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The Outfit Review: Tailor Made

From "The Imitation Game" scribe Graham Moore, Mark Rylance's new film "The Outfit" is the perfect showcase for his unique strengths as an actor as well as an underwhelming genre entry that feels, at times, as though it were originally made for television. It's an exemplary marriage of material to performer, to be sure, but there's just something ... lacking. 

In the film, Rylance stars as Leonard, a tailor in 1950s Chicago who left his posh gig on Savile Row after World War II. Throughout the film's runtime, this otherwise unremarkable bystander becomes the center of what amounts to a locked room murder mystery full of gangsters who orbit Leonard's shop. Only the audience already knows who has died and how, but must question the information previously presented to them throughout as Leonard's initial mask of innocence and naïveté begins to slip, showing us instead a calculated and resourceful man who may not be as unfamiliar with this world of crime as he presents.

For single locale drama, it's plenty engaging. On a scene to scene basis, it's got enough charm and a talented cast to make it feel interesting. But not long after its credits have rolled, "The Outfit" begins to fade from memory, leaving in its place the vague recollection of having sat through PBS production of some unsung theater piece, or an A&E-produced episode of "Nero Wolfe."

Made from whole cloth

Though the film's core is a largely functioning and engrossing mystery, "The Outfit" isn't, in the end, quite as clever as it seems to think it is. Storytelling often boils down to the artful dissemination of information. What is revealed and how it is revealed is just as pertinent to a tale's construction as what is purposely obfuscated for dramatic effect. In this regard, "The Outfit" relies on a balancing act it doesn't fully pull off.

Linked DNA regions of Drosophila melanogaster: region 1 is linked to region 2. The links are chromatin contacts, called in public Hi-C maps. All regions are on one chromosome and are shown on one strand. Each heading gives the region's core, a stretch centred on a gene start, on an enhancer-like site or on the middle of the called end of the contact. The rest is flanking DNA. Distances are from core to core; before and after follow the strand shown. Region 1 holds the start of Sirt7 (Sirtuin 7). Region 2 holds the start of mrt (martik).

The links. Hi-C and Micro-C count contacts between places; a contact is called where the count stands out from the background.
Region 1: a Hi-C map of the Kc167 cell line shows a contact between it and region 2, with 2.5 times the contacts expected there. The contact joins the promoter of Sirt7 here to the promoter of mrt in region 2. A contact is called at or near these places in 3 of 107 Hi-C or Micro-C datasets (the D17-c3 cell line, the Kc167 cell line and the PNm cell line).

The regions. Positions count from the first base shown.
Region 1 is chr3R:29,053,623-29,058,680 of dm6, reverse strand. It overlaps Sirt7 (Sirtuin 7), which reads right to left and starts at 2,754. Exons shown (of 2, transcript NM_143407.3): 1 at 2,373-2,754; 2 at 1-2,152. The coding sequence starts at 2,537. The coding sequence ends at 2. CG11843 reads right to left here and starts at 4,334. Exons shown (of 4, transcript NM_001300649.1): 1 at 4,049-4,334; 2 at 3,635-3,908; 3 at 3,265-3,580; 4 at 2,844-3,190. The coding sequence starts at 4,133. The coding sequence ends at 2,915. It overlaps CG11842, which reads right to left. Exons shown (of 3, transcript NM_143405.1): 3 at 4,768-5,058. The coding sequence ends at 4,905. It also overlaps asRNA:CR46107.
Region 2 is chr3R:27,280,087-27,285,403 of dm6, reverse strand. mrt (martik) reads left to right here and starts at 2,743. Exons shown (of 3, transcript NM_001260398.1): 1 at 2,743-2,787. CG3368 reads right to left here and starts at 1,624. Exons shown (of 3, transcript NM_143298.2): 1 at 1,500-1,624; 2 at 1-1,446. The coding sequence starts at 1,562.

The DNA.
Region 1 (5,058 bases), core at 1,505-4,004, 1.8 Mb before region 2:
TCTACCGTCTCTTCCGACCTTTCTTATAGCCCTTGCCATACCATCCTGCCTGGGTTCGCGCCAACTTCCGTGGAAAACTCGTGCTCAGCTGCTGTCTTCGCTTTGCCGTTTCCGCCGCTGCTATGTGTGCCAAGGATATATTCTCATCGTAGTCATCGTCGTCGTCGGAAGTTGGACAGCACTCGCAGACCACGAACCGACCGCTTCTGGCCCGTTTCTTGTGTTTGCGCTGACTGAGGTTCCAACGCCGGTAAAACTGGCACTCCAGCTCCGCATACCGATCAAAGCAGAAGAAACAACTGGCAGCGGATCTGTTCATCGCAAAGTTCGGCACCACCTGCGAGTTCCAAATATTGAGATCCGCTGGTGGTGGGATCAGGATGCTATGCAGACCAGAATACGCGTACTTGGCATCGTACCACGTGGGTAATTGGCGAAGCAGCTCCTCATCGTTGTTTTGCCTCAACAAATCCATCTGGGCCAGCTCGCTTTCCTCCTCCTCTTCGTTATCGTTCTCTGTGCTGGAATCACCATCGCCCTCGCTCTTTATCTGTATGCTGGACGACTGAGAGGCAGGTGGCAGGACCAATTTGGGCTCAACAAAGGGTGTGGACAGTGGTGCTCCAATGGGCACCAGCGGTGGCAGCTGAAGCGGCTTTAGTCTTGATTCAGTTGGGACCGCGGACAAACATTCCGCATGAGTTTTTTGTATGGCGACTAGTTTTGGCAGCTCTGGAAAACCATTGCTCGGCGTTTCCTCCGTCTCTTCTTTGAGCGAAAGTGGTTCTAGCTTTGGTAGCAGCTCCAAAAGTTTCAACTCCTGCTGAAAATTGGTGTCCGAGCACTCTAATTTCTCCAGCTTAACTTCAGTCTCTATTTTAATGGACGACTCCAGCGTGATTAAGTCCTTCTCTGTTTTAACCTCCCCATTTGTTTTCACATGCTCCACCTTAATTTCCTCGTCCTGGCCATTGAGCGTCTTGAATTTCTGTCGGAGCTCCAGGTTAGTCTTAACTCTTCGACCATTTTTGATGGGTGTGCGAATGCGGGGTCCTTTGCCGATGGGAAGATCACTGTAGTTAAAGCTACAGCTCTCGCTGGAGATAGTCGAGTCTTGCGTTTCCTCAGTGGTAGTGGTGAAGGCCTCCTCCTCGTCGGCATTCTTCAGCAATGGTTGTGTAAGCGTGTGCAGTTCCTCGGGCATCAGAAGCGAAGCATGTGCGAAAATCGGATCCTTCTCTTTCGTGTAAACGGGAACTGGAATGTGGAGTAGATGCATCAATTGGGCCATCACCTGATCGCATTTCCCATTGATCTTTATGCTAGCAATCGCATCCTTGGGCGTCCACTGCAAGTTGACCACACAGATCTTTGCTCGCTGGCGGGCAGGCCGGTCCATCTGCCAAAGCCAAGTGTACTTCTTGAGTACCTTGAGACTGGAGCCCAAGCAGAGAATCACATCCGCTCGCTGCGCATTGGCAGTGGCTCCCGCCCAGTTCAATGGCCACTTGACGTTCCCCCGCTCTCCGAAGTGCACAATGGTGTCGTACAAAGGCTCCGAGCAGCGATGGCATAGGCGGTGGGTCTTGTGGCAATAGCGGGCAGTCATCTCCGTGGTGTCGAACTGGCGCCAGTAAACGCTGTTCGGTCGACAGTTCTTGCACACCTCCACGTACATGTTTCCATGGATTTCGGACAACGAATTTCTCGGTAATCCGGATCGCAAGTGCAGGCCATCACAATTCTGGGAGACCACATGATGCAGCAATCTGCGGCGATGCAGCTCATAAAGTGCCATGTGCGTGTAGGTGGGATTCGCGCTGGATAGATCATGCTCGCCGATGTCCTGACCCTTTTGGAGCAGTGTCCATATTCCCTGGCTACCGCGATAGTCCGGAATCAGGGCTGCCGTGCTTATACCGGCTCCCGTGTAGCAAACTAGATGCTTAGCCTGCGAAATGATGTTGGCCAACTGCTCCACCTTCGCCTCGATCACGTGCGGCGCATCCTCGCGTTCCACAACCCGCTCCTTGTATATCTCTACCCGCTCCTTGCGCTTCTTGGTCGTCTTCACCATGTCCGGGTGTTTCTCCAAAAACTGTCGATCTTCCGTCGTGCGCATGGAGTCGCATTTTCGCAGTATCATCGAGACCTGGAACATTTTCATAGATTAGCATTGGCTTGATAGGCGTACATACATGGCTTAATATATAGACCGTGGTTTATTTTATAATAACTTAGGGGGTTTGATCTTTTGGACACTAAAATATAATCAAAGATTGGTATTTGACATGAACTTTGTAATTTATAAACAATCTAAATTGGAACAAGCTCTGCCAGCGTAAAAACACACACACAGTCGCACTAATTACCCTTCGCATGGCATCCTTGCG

The film's main thrust depends on the relationship between Leonard (Rylance) and the Boyle crime family, a local cadre of gangsters with whom he has shared a begrudging closeness. Leonard got his start as a cutter on Savile Row, making beautiful tailored suits that became unsustainable commodities in the fallout from the war. He remarks, at multiple times in the film, that it was blue jeans that put him out of business, and that only Chicago's criminal element, with ill-gotten gain to spare, could afford the refinery he is so uniquely capable of providing.

So when Richie (Dylan O'Brien), the son of local boss Roy Boyle (Simon Russell Beale), is mortally wounded in a shootout with a rival gang, his co-conspirator Francis (Johnny Flynn) brings the mob scion to Leonard's shop to be sewn up. But his arrival, alongside a forbidden romance between Richie and Leonard's assistant Mable (Zoey Deutch), and a convenient assemblage of MacGuffins and ticking time bombs, sets into motion a moody, carefully produced chamber piece. 

In recent film vernacular, it takes the scene from "John Wick: Chapter 2" where he's getting outfitted with a new suit made with kevlar lining and extrapolates the inherent pun potential between the worlds of tailoring and violent crime. Even its title is a double entendre referencing the national syndicate the Boyle family is but a small franchisee. The inherent menace to the iconography of Leonard's cutter shears slicing through fabric is rife with portent every single time they're employed. But this film is nowhere near as chock full of mayhem.